For centuries Jews had been concentrated in specified areas of many European cities, segregated from the surrounding population. They were often required to wear identifying items such as yellow badges or pointed hats. The Third Reich built upon this religious and antisemitic impulse of European ghettoization, creating a ghetto system based on an eliminative racial ideology. Jews were no longer merely persecuted, terrorized, and denied their civil rights and loss of their ability to earn a living. Now they were to be herded like cattle into overcrowded enclosures typically surrounded by fences, walls and barbed wire, denied access to the basic necessities of life, exploited for their labor, and subject to starvation and disease: all as a preliminary step to what the Nazis considered the solution to the "Jewish problem". The specific form of this solution went through several iterations, from mass emigration to plans to ship Jews to Madagascar or to Siberia. Confining Jews to ghettos began in earnest after Germany invaded Poland in September 1939 and 3 million Jews fell into their laps. Reinhard Heydrich had proposed establishing ghettoes near railway lines in large Polish towns, with Jews from the smaller villages as well making up the ghetto population, in the effort to centralize Jews for a presumptive "final solution". Jews would be employed as slave laborers. A counsel of Jewish elders-a Judenrat- would be formed to do the bidding of the German occupation administration, ensuring that initiatives and regulations would be carried out. Jewish "police" were to ensure maximal compliance with Nazi orders, including readying Jews for slave labor or deportation. Conditions were execrable: overcrowding, starvation, disease, and exposure to the elements created high death rates. While this scenario wasn't the much-vaunted Final Solution the Nazis struggled with, it served to contribute to Jewish death without Germans taking full responsibility; indeed, the self-serving Nazi idea that Jews were disease carriers would prove to be self-fulfilling prophesy by virtue of their living conditions alone. After operation Barbarossa and the invasion of the Soviet Union, millions more Jews came under Nazi control, at which point deportation and extermination of Jews in all German occupied territory became the most obvious and desirable solution to the Jewish problem. At Hermann Goring's request, Heydrich chaired the conference at the Wannsee villa in the Berlin suburbs in January, 1942 to coordinate this decision with other Nazi elite. Adolf Eichmann sat quietly taking notes which would be euphemized and sanitized for public consumption.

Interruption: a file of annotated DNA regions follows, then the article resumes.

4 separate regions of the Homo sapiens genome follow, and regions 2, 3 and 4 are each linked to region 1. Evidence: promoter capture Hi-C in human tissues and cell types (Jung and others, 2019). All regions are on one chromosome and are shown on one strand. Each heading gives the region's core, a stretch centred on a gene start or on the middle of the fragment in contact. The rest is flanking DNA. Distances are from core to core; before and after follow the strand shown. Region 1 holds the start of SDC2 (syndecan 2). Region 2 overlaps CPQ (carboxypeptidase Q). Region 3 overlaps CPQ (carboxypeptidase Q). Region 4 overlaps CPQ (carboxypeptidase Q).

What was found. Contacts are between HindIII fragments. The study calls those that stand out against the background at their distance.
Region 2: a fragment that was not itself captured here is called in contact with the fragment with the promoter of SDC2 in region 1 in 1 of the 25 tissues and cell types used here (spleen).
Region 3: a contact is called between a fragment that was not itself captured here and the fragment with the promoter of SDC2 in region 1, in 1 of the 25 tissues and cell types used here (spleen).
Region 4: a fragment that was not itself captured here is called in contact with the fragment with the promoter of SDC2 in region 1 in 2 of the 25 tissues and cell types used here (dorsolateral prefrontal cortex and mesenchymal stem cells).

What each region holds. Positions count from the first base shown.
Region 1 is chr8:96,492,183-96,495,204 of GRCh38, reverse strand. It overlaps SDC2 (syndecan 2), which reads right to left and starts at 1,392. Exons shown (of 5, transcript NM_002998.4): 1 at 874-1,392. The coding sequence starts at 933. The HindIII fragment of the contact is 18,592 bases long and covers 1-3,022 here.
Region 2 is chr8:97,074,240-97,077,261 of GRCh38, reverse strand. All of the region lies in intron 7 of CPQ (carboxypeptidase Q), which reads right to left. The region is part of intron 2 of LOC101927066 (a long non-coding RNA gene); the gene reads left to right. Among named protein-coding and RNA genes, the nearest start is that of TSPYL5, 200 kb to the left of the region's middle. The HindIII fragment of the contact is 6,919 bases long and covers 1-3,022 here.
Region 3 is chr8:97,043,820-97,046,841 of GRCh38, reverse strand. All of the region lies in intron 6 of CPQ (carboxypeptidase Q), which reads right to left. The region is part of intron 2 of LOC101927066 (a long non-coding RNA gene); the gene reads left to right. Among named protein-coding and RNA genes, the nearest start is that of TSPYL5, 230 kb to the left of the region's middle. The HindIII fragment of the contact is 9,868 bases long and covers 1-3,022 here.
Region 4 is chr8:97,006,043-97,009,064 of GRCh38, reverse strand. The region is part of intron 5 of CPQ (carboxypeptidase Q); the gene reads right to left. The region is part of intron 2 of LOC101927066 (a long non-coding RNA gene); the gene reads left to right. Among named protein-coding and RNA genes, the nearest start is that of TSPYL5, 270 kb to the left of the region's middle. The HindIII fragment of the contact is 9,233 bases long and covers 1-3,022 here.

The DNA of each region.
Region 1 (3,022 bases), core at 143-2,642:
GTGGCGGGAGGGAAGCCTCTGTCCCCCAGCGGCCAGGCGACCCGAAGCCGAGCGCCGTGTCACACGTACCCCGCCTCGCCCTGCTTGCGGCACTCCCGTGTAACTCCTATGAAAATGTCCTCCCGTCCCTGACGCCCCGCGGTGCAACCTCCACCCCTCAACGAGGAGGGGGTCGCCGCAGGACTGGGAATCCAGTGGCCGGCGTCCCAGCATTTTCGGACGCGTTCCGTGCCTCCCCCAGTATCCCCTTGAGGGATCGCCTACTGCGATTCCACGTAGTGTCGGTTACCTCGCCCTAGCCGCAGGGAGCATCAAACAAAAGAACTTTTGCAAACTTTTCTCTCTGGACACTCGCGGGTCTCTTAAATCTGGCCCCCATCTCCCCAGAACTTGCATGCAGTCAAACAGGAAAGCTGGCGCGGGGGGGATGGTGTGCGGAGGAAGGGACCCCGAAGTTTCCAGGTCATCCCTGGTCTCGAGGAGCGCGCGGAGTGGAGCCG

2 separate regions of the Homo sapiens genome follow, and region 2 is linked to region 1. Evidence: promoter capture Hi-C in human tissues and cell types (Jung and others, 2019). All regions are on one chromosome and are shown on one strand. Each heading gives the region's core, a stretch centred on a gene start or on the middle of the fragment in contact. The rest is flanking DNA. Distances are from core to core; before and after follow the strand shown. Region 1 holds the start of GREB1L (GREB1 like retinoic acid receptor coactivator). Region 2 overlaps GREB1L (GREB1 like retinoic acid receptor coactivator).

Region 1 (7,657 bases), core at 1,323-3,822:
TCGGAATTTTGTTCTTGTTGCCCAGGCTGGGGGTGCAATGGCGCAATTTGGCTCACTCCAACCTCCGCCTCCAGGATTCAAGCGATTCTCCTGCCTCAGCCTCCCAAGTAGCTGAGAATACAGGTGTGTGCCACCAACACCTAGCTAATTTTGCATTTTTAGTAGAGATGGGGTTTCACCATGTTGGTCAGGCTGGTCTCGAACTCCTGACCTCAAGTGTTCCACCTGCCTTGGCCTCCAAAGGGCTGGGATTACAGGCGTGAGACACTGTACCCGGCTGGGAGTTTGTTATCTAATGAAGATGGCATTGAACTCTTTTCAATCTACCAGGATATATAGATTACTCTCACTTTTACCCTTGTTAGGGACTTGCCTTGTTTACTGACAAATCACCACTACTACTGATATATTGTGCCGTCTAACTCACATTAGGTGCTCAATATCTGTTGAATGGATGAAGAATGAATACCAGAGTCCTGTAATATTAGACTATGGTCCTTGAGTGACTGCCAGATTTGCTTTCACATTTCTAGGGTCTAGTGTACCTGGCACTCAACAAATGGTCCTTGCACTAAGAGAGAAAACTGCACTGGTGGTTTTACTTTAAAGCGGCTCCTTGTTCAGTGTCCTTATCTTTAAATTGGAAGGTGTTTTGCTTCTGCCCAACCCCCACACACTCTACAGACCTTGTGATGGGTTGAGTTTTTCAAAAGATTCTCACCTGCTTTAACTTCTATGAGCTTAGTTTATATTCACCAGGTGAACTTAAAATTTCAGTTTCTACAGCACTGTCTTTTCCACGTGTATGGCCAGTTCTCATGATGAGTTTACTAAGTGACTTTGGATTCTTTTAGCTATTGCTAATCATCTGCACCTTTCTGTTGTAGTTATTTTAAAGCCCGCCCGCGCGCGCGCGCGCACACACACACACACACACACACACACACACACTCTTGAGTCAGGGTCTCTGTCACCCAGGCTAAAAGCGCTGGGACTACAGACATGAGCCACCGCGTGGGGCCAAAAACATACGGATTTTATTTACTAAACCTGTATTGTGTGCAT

--Michael D. Bulmash, K1966
Browse the Bulmash Family Holocaust Collection.
Brown half-sheet filled with printed charts and typewritten and handwritten information titled, "Angaben über die Wohnung."
Information Provided by Michael D. Bulmash: